The 5A, 5B and 5C are variants of the 5 and X5 which we met at Llandudno Junction, well not "at" but "near-ish" if you can find them. In fact the main service, every 15 minutes, is the 5C ...
... with the 5A being an "oddments", also going to Caernarfon and beyond, but not included in the main timetable.
5B journeys go via Bethel ...
... a location which is a blink-and-you'll-miss-it locality on the back road B4366. Y Felinheli used to be Port Dinorwic and Fictoria (Victoria Hotel) no longer exists. fbb has failed, as yet, to identify "Bodarwydd" on the 5C timetable.

But back to the helpful information at Shelter B and services 9 and 9A, operated by Express rather than Arriva and following slightly different routes in Bangor..
9s are advertised withwith service X1 (etc) from Caernarfon to Blaenau Ffestiniog.
Notice that the headers to the departure list offer a wide range of "via" points (Coleg Menai, Y Felinheli etc.) which are inconsistent and thus useless.

Which leaves the 72 and 73. These  do NOT run to Caernarfon, but also go to Bethel ...
... via a circular route, mostly as 73s but with a few 72s going the other way round. Why are these listed with the main road routes?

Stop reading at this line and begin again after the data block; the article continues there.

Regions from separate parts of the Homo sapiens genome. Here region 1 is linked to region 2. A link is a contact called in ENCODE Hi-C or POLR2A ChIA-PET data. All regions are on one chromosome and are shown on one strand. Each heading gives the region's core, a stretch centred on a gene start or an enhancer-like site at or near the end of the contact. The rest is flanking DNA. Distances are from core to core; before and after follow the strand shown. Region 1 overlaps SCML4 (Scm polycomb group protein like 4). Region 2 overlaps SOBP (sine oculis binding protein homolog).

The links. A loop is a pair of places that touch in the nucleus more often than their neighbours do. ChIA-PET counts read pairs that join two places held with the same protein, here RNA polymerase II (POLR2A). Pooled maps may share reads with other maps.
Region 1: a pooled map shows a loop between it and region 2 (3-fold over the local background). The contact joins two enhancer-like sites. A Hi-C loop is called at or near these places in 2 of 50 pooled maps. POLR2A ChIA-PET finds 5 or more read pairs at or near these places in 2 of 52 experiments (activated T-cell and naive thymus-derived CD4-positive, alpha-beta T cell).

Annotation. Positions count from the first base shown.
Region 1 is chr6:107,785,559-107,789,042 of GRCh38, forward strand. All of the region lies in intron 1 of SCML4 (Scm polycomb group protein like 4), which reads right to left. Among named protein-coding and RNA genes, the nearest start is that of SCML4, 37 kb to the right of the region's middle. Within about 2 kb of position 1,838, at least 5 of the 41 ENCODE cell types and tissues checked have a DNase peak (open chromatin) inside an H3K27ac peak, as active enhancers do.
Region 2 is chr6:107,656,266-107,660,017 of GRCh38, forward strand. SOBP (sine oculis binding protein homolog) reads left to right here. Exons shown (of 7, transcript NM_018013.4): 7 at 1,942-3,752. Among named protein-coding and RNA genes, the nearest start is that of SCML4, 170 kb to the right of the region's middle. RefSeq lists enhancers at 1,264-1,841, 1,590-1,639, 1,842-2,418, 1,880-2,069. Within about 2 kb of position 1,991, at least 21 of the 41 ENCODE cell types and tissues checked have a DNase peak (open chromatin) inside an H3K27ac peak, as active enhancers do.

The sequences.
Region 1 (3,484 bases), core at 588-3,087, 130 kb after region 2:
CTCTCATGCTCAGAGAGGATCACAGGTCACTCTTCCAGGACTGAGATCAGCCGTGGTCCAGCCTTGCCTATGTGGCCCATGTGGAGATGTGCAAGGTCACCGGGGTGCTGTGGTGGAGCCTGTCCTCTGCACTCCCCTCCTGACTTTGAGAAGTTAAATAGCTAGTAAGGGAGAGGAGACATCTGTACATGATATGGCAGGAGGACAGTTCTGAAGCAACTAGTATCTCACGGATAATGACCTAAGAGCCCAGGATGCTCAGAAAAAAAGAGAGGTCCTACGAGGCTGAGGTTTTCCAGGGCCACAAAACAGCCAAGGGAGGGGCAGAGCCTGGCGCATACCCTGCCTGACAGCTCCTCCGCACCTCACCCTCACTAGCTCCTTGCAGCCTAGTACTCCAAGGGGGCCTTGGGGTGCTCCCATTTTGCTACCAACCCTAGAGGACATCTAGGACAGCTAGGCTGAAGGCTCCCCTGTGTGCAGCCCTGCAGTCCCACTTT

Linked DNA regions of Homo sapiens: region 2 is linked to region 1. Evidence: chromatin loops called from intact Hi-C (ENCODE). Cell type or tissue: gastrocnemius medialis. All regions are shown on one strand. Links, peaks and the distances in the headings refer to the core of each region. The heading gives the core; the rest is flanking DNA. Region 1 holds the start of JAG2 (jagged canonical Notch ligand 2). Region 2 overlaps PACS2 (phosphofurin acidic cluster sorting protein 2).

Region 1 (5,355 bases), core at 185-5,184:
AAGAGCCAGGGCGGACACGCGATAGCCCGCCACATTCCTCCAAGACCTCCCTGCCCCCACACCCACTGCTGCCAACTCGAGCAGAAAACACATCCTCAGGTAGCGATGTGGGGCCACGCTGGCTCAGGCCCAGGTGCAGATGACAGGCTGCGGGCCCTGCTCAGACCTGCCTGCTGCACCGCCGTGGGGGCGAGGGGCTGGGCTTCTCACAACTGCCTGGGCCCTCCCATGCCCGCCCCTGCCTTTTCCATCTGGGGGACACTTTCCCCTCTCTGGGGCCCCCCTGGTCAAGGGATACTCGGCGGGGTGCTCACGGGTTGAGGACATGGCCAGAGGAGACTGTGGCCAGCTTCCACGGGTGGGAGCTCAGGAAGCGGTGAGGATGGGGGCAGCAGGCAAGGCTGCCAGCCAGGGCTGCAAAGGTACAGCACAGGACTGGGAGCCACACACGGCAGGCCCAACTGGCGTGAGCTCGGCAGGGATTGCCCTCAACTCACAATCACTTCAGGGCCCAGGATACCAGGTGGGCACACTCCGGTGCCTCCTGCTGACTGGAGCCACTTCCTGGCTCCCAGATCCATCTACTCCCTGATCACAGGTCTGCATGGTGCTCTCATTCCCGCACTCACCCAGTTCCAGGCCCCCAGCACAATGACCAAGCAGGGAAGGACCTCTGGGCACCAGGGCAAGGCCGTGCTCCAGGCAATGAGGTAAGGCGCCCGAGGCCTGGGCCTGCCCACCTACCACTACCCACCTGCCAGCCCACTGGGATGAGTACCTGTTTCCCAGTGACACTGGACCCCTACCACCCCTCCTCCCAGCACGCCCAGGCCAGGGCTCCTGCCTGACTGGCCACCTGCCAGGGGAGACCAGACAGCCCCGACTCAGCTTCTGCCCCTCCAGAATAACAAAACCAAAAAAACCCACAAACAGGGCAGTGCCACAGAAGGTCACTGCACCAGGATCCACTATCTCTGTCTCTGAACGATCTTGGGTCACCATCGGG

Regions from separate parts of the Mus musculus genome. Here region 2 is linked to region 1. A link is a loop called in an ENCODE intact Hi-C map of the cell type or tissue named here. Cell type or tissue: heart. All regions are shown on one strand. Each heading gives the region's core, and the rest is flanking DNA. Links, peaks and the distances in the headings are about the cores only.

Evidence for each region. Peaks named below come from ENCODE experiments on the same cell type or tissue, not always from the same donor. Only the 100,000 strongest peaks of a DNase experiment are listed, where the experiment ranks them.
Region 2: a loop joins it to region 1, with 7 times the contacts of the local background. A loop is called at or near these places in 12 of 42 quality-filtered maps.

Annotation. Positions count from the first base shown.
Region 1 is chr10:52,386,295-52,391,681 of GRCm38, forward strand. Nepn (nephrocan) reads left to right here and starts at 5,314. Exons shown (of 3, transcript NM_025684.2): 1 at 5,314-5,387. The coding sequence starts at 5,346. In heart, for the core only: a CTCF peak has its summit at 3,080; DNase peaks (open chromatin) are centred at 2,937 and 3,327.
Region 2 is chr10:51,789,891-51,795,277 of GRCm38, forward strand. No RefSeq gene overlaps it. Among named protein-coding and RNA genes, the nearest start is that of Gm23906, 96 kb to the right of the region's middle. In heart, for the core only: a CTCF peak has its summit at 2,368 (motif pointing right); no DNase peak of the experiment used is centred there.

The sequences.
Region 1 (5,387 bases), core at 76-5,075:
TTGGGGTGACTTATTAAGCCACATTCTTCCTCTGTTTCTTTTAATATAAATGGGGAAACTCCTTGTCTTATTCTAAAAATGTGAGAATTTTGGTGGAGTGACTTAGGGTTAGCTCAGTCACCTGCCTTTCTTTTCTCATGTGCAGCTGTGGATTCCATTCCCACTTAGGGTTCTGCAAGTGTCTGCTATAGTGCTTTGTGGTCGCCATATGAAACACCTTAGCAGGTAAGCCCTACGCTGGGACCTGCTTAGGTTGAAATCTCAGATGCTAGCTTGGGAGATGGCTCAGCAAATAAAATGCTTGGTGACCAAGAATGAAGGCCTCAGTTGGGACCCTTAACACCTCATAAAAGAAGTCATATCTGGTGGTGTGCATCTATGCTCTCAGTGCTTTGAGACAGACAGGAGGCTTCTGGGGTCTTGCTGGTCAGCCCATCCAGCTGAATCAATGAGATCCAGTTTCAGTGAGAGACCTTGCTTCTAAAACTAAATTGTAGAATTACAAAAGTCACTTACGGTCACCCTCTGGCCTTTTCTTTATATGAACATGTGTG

Can we work out which way they go? Possibly with good local knowledge or a good map. Oh, whoops, there isn't a good local map.
But there is a bad one; which is too coarse a scale to show the 72/73.

Our trek now takes us to Caernarfon and a possible source of bus information there. Just along the road, barely 100 yards away, from Gwynedd Council offices is this building.
It is the address given for Tourist Information, as advertised on-line.

Discover more about the town of Caernarfon situated on the Menai Straits between mainland North Wales and the Isle of Anglesey, at Caernarfon Tourist Information Centre. Our premises are packed with lots of information to help you plan your trip whether you’d like help with bus & car route planning, you’re looking for bed & breakfast, self-catering or hotel accommodation, or just want to know what visitor attractions you can visit, then call in and let us offer you some advice. The area has lots to offer, including Caernarfon Castle and The West Highland Light Railway.

Here is the helpful sign in the quirky little window.
On-line is even less encouraging.
Gwynedd County has closed ALL is Tourist Offices.

Beyond belief.

Correspondent Alan writes:-

In her 2008 dissertation for Bangor University Dr. Megan Williams said of the Festiniog Railway.

The results from analysing the expenditure on food, accommodation and other purchases by visitors and volunteers, as well as spending by the Company, show that the Railway annually generates a contribution of about £9 million to the regional economy. When you add in the contribution  from   all the other attractions in the area (Portmerion, Harlech Castle, Osprey watching  etc,  etc), and allow for inflation  the tourist industry is reckoned to be worth nearly £1 billion to the local economy.